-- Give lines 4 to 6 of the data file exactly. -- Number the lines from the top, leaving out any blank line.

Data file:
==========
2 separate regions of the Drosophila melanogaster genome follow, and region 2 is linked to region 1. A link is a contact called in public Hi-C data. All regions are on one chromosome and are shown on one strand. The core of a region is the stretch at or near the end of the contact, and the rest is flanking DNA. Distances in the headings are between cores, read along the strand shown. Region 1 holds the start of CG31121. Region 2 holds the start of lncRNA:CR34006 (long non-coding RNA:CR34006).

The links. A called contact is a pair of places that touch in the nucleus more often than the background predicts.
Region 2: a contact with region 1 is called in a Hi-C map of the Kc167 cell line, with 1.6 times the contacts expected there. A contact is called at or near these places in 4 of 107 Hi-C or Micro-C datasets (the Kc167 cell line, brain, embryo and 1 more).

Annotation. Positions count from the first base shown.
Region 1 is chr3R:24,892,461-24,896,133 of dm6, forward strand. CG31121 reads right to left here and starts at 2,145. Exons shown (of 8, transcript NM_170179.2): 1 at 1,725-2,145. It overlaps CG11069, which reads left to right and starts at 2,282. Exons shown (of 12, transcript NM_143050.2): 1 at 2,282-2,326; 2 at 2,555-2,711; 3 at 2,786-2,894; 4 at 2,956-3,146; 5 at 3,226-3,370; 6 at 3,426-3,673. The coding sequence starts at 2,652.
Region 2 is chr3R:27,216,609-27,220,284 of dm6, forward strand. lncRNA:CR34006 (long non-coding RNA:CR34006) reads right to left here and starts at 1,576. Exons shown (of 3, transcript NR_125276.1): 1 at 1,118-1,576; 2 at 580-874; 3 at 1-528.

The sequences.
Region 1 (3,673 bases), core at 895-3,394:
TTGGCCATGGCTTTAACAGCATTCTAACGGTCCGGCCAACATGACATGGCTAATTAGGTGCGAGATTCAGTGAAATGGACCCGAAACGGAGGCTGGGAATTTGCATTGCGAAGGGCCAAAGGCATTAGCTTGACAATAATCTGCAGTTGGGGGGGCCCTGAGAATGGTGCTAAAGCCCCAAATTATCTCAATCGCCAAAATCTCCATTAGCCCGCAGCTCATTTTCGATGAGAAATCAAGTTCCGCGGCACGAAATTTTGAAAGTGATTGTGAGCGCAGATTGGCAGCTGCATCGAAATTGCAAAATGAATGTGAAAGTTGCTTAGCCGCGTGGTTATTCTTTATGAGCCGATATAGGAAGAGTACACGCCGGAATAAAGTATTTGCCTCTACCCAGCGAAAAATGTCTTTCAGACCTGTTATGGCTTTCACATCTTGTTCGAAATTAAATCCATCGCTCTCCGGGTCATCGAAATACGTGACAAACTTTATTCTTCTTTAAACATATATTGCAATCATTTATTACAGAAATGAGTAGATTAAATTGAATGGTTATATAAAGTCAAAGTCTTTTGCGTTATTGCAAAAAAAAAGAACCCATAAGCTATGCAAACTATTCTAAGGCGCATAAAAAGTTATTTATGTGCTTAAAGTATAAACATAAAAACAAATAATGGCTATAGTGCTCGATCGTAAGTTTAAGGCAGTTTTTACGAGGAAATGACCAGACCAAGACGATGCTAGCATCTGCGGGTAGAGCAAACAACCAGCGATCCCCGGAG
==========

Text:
Annotation. Positions count from the first base shown.
Region 1 is chr3R:24,892,461-24,896,133 of dm6, forward strand. CG31121 reads right to left here and starts at 2,145. Exons shown (of 8, transcript NM_170179.2): 1 at 1,725-2,145. It overlaps CG11069, which reads left to right and starts at 2,282. Exons shown (of 12, transcript NM_143050.2): 1 at 2,282-2,326; 2 at 2,555-2,711; 3 at 2,786-2,894; 4 at 2,956-3,146; 5 at 3,226-3,370; 6 at 3,426-3,673. The coding sequence starts at 2,652.
Region 2 is chr3R:27,216,609-27,220,284 of dm6, forward strand. lncRNA:CR34006 (long non-coding RNA:CR34006) reads right to left here and starts at 1,576. Exons shown (of 3, transcript NR_125276.1): 1 at 1,118-1,576; 2 at 580-874; 3 at 1-528.